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It’s close to a year since the city of Missoula entered into an agreement with the United States Department of Justice Civil Rights Division, and we’re the better for it.

In the wake of continuing conflict between the DOJ and the Missoula County Attorneys Office and a recent (Feb. 18) opinion piece by Missoula’s former police chief, we think it’s important to remind the public we serve where the city of Missoula stands when it comes to the safety of women in our community.

We’re more responsive and sensitive to the needs of victims of sexual assault, we’re operating under better policies and procedures, we are better trained, we are cooperating better with our partners in law enforcement, the criminal justice system and the community, we’re reorganizing our staff and remodeling our facilities to better serve victims and we’re opening ourselves to external review in an effort to ensure that we’re always improving and that we’re accountable to the citizens we serve.

Since May, when we finalized our agreement with the Civil Rights Division, our team has worked tirelessly to meet the letter and spirit of that agreement, which calls for a victim-centered approach to investigating sexual assault.

Here’s what’s different today from a year ago:

• Nearly every one of Missoula’s police officers has received extensive training in sexual-assault response from a widely respected trainer using nationally recognized best practices. Our officers have been joined by the staff of the University of Montana’s Office of Public Safety, the county attorney and members of his staff.

• We have updated our policies and procedures around sexual-assault cases, ensuring that we’re communicating more frequently and thoughtfully with victims, more assertively following up with suspects and turning over the best possible investigations to prosecutors, then following up with their charging decision and documenting those decisions. The city of Missoula, University of Montana and Missoula County Attorney’s Office have agreements in place designed to enhance interagency cooperation with regard to sexual assault.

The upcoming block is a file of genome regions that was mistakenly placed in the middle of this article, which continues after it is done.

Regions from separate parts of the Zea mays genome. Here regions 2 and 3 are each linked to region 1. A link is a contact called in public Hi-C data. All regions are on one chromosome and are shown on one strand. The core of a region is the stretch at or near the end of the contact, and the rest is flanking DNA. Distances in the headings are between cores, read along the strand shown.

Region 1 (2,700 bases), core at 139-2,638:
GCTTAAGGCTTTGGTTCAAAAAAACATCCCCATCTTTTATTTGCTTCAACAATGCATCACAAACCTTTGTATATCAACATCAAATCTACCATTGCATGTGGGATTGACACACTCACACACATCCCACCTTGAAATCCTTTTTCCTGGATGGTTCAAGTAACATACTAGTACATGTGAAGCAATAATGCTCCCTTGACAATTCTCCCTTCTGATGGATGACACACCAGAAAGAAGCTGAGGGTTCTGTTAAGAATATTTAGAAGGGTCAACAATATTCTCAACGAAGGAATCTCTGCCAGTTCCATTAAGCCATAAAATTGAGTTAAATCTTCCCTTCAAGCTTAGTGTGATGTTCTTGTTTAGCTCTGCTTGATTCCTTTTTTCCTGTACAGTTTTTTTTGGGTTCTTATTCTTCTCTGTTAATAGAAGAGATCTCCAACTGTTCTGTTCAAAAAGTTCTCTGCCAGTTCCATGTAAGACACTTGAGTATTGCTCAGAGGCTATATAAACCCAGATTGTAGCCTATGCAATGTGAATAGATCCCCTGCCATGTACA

• Each of our sexual-assault cases is reviewed by an independent, community-based team responsible for holding us accountable to our policies and practices. We make changes in policy, procedure and personnel based on these reviews.

• Soon, we’ll participate in our first annual community audit of our response that will assess how we, the University of Montana and the Missoula County Attorney’s Office are collaborating to address sexual assault, “with a focus on enhancing victim safety, support and participation in the law-enforcement process.”

Today, the women and men of the Missoula Police Department are working diligently every day to ensure that we’re taking care of victims of sexual assault better than any other city in America. We’re not grudgingly operating under an agreement with the federal government, but operating in the best interests of the community we’re sworn to protect and serve.

Mike Brady is the city of Missoula’s police chief and John Engen is Missoula’s mayor.

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